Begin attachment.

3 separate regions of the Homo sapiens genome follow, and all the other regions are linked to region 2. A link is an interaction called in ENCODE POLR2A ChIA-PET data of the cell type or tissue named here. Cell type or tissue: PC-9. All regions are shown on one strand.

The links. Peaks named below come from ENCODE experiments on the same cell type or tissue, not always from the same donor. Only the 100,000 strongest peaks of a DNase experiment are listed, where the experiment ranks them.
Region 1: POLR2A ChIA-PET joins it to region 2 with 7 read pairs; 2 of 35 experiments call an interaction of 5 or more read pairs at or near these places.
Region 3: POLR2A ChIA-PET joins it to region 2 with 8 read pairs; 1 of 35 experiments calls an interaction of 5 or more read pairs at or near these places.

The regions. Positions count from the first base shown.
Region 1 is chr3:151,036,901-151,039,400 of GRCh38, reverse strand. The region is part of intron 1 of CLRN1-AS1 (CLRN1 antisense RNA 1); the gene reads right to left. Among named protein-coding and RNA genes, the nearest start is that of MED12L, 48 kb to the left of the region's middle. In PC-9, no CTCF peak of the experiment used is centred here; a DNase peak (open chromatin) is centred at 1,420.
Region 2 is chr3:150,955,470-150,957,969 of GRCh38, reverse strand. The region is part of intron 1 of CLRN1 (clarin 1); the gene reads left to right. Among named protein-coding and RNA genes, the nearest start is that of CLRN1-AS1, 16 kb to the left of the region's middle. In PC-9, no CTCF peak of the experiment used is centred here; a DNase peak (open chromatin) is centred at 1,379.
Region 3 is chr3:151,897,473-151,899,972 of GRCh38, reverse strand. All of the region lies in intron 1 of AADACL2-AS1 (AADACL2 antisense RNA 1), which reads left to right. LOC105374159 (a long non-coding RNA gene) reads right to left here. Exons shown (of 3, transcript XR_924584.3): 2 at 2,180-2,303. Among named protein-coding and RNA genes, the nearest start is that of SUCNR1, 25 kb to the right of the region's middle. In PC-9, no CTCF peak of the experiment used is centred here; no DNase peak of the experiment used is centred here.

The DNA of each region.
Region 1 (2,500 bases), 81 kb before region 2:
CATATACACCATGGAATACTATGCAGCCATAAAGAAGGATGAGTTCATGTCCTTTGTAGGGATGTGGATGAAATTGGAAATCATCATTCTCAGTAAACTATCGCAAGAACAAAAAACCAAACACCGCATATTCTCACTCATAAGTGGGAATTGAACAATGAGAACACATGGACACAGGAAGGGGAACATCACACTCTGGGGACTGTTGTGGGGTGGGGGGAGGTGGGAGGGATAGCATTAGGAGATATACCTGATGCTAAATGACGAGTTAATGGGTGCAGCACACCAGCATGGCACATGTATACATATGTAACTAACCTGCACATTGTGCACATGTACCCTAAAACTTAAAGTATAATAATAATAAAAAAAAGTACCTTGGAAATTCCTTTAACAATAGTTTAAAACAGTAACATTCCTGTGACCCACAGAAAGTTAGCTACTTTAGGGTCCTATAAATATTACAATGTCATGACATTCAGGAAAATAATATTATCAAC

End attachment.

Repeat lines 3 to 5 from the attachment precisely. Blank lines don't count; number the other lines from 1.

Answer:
Region 1: POLR2A ChIA-PET joins it to region 2 with 7 read pairs; 2 of 35 experiments call an interaction of 5 or more read pairs at or near these places.
Region 3: POLR2A ChIA-PET joins it to region 2 with 8 read pairs; 1 of 35 experiments calls an interaction of 5 or more read pairs at or near these places.

The regions. Positions count from the first base shown.